# P-Value Method For Hypothesis Testing

TLDRThis video explains how to determine whether to reject or fail to reject the null hypothesis using the p-value method. It provides two example problems, walking through the steps to state the null and alternative hypotheses, calculate the p-value based on sample statistics like mean and standard deviation, compare the p-value to the significance level alpha, and make a decision to reject or fail to reject the null. The video contrasts the p-value method with the traditional method of comparing calculated test statistics to critical values. It aims to teach the key concepts and calculations underlying hypothesis testing using clear explanations and worked examples.

###### Takeaways

- ๐ The video explains how to determine whether to reject or fail to reject the null hypothesis using the p-value method
- ๐ The null hypothesis assumes there is no difference between the true mean and the claimed mean
- ๐ Steps: State the null and alternative hypotheses, find the p-value, compare p-value to significance level alpha
- ๐ Use z-test if sample size is large (nโฅ30), use t-test if sample size is small
- ๐ p-value represents area under the curve corresponding to test statistic z or t
- ๐ If p-value < alpha, reject null hypothesis; if p-value โฅ alpha, fail to reject null hypothesis
- ๐งฎ Calculate test statistic z using sample mean, null mean, sample standard deviation, sample size
- ๐ For left-tailed test, find p-value (area under curve to left) using z table
- ๐ For right-tailed test, find p-value (area under curve to right) using z table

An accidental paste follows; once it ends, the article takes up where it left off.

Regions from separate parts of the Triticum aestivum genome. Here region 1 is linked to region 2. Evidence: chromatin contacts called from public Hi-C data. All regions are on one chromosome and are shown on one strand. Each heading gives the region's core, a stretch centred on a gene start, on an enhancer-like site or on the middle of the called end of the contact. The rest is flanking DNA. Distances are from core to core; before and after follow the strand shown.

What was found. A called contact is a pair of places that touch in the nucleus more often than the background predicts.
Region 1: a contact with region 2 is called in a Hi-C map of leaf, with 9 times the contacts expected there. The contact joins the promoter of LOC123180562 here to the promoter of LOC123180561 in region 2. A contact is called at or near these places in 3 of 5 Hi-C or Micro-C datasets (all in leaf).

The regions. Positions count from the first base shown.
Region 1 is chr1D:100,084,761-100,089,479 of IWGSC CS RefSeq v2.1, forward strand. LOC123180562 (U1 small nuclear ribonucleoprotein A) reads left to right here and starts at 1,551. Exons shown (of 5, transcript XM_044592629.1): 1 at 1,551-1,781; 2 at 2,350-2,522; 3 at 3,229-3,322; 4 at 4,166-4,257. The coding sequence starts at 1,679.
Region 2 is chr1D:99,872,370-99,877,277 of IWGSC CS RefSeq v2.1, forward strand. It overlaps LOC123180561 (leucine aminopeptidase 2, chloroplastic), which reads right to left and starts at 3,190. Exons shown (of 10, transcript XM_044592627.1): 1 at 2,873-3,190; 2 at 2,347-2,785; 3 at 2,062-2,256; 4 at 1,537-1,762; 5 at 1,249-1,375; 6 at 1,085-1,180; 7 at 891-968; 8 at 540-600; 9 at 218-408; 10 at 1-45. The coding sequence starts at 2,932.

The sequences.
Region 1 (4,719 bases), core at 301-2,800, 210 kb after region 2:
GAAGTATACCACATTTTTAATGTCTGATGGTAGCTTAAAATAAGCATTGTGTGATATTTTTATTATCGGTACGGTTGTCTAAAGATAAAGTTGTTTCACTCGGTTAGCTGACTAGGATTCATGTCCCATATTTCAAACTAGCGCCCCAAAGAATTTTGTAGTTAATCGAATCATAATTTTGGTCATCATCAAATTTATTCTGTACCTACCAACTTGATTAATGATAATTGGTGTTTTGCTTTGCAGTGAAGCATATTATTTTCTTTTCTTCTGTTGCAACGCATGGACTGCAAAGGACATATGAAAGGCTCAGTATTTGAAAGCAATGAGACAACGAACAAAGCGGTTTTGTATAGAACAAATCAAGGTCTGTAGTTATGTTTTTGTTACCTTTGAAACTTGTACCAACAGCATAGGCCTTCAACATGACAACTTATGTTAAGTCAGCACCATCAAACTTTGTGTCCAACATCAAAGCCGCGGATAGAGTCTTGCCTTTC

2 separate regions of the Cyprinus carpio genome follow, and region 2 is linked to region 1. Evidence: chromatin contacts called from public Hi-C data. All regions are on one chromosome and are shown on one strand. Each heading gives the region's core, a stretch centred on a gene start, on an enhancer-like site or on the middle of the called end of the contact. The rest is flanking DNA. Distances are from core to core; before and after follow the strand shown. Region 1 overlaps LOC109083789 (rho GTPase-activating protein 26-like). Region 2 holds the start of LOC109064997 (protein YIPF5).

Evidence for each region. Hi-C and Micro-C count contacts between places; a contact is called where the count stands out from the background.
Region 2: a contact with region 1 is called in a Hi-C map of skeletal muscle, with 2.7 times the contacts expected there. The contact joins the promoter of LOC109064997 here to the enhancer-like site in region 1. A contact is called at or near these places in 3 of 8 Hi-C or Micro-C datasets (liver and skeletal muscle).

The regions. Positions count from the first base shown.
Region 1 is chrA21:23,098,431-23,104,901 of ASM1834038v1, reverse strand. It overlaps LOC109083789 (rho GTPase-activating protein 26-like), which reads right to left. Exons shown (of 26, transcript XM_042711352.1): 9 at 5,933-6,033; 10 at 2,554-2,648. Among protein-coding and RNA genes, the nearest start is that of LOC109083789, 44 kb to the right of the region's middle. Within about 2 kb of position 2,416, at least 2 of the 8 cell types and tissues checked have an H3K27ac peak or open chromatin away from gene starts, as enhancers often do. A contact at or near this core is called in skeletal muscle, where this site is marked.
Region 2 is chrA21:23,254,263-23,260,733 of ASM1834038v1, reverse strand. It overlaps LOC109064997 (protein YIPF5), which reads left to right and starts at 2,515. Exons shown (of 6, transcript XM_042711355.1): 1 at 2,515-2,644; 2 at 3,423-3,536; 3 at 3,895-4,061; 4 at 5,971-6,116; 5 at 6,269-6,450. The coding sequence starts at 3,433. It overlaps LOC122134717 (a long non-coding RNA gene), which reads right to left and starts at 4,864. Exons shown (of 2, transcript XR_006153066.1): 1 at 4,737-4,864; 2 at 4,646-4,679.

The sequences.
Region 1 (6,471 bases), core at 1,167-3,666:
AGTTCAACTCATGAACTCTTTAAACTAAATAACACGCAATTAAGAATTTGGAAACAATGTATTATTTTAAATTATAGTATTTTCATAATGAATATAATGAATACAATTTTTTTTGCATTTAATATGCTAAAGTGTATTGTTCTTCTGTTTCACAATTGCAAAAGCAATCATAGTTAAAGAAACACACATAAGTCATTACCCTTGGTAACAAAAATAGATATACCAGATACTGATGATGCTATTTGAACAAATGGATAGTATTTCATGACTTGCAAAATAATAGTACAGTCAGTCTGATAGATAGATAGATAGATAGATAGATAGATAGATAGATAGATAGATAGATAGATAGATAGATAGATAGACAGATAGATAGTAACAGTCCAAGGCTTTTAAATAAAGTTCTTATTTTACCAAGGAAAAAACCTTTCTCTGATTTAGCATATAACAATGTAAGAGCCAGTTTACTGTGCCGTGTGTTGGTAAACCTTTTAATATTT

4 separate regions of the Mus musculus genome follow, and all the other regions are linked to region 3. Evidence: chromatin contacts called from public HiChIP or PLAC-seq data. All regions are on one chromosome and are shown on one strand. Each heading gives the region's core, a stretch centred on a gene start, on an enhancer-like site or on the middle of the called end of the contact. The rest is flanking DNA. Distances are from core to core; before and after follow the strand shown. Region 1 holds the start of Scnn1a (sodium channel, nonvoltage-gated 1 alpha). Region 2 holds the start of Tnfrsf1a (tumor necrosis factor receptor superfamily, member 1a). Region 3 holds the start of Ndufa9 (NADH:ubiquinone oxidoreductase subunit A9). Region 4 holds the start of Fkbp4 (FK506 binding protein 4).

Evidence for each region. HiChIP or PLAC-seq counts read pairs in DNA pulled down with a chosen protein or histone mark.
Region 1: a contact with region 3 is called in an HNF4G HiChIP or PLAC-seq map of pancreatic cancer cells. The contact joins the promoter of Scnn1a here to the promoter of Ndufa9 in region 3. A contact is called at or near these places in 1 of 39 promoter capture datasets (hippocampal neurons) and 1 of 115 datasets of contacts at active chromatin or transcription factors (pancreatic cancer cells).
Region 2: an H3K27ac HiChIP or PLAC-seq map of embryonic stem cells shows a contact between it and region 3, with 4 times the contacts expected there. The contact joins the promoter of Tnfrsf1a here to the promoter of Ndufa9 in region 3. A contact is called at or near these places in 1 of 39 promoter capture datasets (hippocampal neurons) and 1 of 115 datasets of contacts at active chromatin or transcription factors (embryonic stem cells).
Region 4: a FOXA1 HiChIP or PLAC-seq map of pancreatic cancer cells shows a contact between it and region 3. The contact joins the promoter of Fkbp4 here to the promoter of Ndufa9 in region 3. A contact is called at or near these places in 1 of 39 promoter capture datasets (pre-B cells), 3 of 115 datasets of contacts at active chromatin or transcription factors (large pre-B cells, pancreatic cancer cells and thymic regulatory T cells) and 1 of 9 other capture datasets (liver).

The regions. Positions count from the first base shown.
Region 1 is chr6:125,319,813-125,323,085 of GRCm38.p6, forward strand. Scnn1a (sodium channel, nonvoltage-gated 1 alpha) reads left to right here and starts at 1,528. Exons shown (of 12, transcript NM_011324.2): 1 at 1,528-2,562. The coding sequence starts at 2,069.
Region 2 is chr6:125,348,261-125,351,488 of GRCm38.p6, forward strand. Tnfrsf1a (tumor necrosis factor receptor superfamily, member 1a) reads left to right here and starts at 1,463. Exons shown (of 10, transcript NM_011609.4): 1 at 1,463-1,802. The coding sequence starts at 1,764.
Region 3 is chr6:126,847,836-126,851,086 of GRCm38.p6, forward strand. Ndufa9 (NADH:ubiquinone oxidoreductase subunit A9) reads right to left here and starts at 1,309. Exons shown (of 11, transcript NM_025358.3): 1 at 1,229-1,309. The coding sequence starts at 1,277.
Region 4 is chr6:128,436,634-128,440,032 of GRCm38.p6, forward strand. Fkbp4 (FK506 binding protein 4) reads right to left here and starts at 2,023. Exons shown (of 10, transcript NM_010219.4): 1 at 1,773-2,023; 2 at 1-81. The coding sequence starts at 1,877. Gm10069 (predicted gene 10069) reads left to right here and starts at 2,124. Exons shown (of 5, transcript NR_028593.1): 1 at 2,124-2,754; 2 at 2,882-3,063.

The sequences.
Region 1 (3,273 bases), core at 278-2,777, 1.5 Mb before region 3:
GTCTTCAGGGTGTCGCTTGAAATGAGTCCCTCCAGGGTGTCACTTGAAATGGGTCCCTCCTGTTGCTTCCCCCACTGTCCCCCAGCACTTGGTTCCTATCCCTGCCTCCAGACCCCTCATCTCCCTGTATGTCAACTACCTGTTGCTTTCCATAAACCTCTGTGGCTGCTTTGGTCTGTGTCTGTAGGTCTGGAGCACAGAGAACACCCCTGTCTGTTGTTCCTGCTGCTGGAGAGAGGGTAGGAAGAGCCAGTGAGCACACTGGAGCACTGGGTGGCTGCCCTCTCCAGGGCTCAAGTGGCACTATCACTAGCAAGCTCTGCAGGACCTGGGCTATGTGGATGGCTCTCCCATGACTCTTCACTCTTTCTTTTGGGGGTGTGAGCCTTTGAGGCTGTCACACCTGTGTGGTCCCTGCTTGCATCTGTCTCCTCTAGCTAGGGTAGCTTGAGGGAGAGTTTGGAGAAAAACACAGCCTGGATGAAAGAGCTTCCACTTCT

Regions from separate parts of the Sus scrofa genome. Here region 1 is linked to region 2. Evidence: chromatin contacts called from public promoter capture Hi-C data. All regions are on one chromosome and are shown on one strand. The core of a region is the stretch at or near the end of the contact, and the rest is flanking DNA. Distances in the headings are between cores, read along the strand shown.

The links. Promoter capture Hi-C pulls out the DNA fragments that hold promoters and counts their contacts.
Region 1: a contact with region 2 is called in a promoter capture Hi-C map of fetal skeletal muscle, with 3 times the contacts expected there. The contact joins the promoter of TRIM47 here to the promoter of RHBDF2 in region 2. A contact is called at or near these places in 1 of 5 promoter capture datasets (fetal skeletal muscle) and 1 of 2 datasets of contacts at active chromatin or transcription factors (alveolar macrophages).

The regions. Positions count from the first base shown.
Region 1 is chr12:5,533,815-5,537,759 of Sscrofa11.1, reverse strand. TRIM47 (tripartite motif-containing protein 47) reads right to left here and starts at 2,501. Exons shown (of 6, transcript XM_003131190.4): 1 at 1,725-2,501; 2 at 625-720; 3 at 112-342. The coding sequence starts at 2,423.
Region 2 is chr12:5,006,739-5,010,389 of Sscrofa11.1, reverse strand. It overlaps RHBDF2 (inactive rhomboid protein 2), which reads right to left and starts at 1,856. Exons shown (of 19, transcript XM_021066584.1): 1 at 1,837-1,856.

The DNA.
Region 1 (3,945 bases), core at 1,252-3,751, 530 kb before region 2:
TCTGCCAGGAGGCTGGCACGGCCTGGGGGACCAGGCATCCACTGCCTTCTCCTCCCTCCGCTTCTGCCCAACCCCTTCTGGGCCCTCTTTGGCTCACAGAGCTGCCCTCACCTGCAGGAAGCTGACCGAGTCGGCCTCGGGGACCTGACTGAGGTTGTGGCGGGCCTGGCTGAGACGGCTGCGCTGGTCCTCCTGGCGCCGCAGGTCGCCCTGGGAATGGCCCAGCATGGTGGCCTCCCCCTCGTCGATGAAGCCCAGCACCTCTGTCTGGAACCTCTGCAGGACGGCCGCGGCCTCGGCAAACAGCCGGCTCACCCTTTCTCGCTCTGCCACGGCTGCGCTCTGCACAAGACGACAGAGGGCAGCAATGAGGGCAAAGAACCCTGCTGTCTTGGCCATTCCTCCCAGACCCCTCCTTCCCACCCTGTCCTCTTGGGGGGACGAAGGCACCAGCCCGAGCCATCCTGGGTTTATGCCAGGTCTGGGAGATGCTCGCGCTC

- ๐ Examples demonstrate how to apply p-value method for one-tailed and two-tailed test cases

###### Q & A

### What is the null hypothesis in the first example problem?

-The null hypothesis is that the average weight of all residents in town XYZ is 168 pounds.

### What is the alternative hypothesis in the second example problem?

-The alternative hypothesis is that the mean time to engine or transmission malfunction is less than 5 years.

### What is the significance level in the first example problem?

-The significance level (alpha) in the first example problem is 0.05.

### How do you calculate the p-value?

-To calculate the p-value, first find the calculated z-value or t-value. Then use the z-table or t-table to find the corresponding area under the normal curve. This area represents the p-value.

### When should you use a one-tailed vs two-tailed test?

-Use a one-tailed test when the alternative hypothesis states that the mean is greater than or less than a specified value. Use a two-tailed test when the alternative states that the mean does not equal a specified value.

### What does it mean to reject the null hypothesis?

-Rejecting the null hypothesis means concluding that there is enough evidence to support the alternative hypothesis.

### When can you use a z-test instead of a t-test?

-You can use a z-test instead of a t-test when the sample size is 30 or more, or when the population standard deviation is known.

### What should you do if the p-value is less than alpha?

-If the p-value is less than alpha, reject the null hypothesis.

### What is the difference between confidence level and significance level?

-The confidence level represents the probability that the confidence interval contains the true population parameter value. The significance level (alpha) is the threshold for rejecting the null hypothesis.

### How do the traditional method and p-value method for hypothesis testing differ?